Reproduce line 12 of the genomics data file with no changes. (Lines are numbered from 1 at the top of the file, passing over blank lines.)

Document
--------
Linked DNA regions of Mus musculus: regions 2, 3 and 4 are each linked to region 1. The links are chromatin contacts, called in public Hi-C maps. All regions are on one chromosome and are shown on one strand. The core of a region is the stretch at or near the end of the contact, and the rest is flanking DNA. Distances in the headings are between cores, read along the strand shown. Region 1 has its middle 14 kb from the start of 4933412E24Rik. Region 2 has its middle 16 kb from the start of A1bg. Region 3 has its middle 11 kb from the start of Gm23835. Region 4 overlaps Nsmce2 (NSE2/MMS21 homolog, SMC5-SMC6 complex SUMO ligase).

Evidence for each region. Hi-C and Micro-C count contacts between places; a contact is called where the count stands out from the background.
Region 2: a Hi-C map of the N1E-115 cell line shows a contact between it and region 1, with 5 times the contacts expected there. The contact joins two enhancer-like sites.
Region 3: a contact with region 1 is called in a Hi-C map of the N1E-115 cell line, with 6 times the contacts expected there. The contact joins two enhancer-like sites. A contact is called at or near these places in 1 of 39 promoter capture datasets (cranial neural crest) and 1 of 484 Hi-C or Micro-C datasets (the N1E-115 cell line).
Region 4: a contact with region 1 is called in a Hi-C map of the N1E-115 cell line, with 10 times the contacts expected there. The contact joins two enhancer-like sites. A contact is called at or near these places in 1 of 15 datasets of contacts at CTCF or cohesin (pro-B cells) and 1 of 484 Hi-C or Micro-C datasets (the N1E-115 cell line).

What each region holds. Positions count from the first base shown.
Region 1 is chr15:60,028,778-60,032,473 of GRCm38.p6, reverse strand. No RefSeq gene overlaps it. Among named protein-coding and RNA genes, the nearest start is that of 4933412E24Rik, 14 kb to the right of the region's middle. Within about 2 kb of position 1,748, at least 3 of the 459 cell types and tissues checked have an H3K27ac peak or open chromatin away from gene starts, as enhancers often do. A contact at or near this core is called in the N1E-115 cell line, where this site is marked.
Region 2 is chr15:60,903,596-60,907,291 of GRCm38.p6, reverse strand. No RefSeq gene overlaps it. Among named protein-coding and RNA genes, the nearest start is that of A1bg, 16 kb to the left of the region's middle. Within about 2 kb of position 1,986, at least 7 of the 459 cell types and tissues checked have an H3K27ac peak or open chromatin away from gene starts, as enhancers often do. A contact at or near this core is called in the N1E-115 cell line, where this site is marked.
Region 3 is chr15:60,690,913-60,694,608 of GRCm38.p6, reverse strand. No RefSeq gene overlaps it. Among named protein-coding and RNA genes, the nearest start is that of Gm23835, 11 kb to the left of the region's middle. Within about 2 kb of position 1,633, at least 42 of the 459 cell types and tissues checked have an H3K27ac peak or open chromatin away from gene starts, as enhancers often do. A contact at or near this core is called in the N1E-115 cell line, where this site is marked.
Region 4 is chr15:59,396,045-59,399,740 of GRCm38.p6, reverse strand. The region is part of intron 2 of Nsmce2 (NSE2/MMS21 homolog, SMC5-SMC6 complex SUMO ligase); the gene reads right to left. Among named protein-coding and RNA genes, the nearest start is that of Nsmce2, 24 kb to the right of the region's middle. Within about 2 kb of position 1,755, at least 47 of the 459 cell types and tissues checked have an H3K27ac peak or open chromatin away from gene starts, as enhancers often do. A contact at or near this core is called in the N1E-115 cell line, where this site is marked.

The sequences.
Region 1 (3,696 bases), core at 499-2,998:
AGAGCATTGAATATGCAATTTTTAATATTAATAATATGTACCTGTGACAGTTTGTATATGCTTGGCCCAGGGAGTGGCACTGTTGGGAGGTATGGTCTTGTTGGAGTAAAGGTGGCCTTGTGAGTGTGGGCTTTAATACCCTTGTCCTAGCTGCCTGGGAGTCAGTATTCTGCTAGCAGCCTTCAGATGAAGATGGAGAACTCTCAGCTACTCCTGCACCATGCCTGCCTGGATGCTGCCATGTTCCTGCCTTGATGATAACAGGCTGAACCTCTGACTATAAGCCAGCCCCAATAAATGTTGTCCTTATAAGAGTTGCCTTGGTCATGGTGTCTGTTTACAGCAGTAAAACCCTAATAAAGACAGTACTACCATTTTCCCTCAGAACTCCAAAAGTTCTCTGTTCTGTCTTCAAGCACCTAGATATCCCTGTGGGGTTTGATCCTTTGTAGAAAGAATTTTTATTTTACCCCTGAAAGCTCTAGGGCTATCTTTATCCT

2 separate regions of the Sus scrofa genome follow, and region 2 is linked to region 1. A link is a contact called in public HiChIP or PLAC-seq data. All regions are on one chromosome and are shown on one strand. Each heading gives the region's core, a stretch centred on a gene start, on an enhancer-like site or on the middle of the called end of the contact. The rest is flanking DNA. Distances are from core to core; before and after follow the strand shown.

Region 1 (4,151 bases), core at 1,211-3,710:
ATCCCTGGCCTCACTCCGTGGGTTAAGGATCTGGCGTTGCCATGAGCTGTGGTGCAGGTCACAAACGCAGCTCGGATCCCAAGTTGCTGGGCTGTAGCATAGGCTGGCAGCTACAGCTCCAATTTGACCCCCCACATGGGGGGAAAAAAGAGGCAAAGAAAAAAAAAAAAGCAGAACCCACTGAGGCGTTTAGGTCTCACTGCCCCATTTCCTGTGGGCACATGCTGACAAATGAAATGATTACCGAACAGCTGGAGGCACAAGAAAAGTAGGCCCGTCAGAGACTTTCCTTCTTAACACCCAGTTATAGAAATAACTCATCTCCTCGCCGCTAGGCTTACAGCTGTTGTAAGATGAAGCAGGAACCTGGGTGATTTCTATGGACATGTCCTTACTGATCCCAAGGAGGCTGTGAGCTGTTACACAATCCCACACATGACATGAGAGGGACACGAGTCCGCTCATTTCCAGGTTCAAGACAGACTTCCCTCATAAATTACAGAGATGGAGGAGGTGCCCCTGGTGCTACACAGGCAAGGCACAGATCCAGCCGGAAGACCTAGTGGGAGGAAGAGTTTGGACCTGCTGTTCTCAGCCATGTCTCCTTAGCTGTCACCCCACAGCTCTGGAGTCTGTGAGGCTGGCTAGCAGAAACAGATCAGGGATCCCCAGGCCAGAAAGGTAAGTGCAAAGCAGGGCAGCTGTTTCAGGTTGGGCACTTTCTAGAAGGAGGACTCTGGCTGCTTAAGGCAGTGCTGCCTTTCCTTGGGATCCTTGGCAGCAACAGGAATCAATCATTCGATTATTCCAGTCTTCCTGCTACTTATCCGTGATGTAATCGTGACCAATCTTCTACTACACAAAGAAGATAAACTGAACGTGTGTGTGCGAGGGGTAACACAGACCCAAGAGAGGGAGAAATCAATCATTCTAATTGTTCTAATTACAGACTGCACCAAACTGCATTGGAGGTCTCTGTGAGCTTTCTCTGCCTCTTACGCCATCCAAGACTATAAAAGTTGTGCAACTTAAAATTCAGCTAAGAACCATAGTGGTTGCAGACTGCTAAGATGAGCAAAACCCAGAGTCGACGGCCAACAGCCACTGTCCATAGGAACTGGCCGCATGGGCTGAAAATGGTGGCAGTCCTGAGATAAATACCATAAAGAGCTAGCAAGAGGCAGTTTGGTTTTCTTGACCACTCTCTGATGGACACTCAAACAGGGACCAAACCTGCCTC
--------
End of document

Region 1 (3,696 bases), core at 499-2,998: